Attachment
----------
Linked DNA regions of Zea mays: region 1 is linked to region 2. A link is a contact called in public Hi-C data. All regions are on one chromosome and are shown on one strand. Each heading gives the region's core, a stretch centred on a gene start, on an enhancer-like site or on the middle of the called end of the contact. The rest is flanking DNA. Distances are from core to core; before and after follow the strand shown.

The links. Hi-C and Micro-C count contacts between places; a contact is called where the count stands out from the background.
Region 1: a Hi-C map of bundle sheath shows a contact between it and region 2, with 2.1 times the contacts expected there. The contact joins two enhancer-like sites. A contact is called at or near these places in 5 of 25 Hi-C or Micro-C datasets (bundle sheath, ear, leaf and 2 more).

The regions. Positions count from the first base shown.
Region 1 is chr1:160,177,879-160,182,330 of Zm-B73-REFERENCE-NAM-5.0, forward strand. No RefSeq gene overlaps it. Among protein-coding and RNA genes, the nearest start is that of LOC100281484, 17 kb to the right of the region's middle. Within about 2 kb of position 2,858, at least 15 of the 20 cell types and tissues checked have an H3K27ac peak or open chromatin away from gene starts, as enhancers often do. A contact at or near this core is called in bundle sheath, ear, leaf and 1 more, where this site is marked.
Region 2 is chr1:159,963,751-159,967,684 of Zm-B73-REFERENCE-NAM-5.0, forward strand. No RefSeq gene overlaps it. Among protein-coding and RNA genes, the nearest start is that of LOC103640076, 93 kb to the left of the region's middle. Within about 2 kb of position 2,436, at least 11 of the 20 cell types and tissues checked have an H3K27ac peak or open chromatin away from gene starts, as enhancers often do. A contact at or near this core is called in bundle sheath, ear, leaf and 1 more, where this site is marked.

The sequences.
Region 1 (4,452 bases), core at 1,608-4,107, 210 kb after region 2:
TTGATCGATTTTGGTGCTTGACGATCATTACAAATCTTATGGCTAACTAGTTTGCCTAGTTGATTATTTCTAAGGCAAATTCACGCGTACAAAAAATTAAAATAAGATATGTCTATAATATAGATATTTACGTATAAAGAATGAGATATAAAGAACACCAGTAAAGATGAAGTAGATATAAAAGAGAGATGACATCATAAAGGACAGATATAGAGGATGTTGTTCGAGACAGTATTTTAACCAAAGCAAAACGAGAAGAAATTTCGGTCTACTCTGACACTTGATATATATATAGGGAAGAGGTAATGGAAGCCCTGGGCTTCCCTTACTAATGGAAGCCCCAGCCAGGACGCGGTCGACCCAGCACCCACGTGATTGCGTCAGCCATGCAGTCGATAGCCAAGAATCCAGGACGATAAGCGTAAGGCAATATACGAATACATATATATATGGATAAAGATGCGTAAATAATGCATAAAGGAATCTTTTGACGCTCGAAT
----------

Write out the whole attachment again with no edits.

Linked DNA regions of Zea mays: region 1 is linked to region 2. A link is a contact called in public Hi-C data. All regions are on one chromosome and are shown on one strand. Each heading gives the region's core, a stretch centred on a gene start, on an enhancer-like site or on the middle of the called end of the contact. The rest is flanking DNA. Distances are from core to core; before and after follow the strand shown.

The links. Hi-C and Micro-C count contacts between places; a contact is called where the count stands out from the background.
Region 1: a Hi-C map of bundle sheath shows a contact between it and region 2, with 2.1 times the contacts expected there. The contact joins two enhancer-like sites. A contact is called at or near these places in 5 of 25 Hi-C or Micro-C datasets (bundle sheath, ear, leaf and 2 more).

The regions. Positions count from the first base shown.
Region 1 is chr1:160,177,879-160,182,330 of Zm-B73-REFERENCE-NAM-5.0, forward strand. No RefSeq gene overlaps it. Among protein-coding and RNA genes, the nearest start is that of LOC100281484, 17 kb to the right of the region's middle. Within about 2 kb of position 2,858, at least 15 of the 20 cell types and tissues checked have an H3K27ac peak or open chromatin away from gene starts, as enhancers often do. A contact at or near this core is called in bundle sheath, ear, leaf and 1 more, where this site is marked.
Region 2 is chr1:159,963,751-159,967,684 of Zm-B73-REFERENCE-NAM-5.0, forward strand. No RefSeq gene overlaps it. Among protein-coding and RNA genes, the nearest start is that of LOC103640076, 93 kb to the left of the region's middle. Within about 2 kb of position 2,436, at least 11 of the 20 cell types and tissues checked have an H3K27ac peak or open chromatin away from gene starts, as enhancers often do. A contact at or near this core is called in bundle sheath, ear, leaf and 1 more, where this site is marked.

The sequences.
Region 1 (4,452 bases), core at 1,608-4,107, 210 kb after region 2:
TTGATCGATTTTGGTGCTTGACGATCATTACAAATCTTATGGCTAACTAGTTTGCCTAGTTGATTATTTCTAAGGCAAATTCACGCGTACAAAAAATTAAAATAAGATATGTCTATAATATAGATATTTACGTATAAAGAATGAGATATAAAGAACACCAGTAAAGATGAAGTAGATATAAAAGAGAGATGACATCATAAAGGACAGATATAGAGGATGTTGTTCGAGACAGTATTTTAACCAAAGCAAAACGAGAAGAAATTTCGGTCTACTCTGACACTTGATATATATATAGGGAAGAGGTAATGGAAGCCCTGGGCTTCCCTTACTAATGGAAGCCCCAGCCAGGACGCGGTCGACCCAGCACCCACGTGATTGCGTCAGCCATGCAGTCGATAGCCAAGAATCCAGGACGATAAGCGTAAGGCAATATACGAATACATATATATATGGATAAAGATGCGTAAATAATGCATAAAGGAATCTTTTGACGCTCGAAT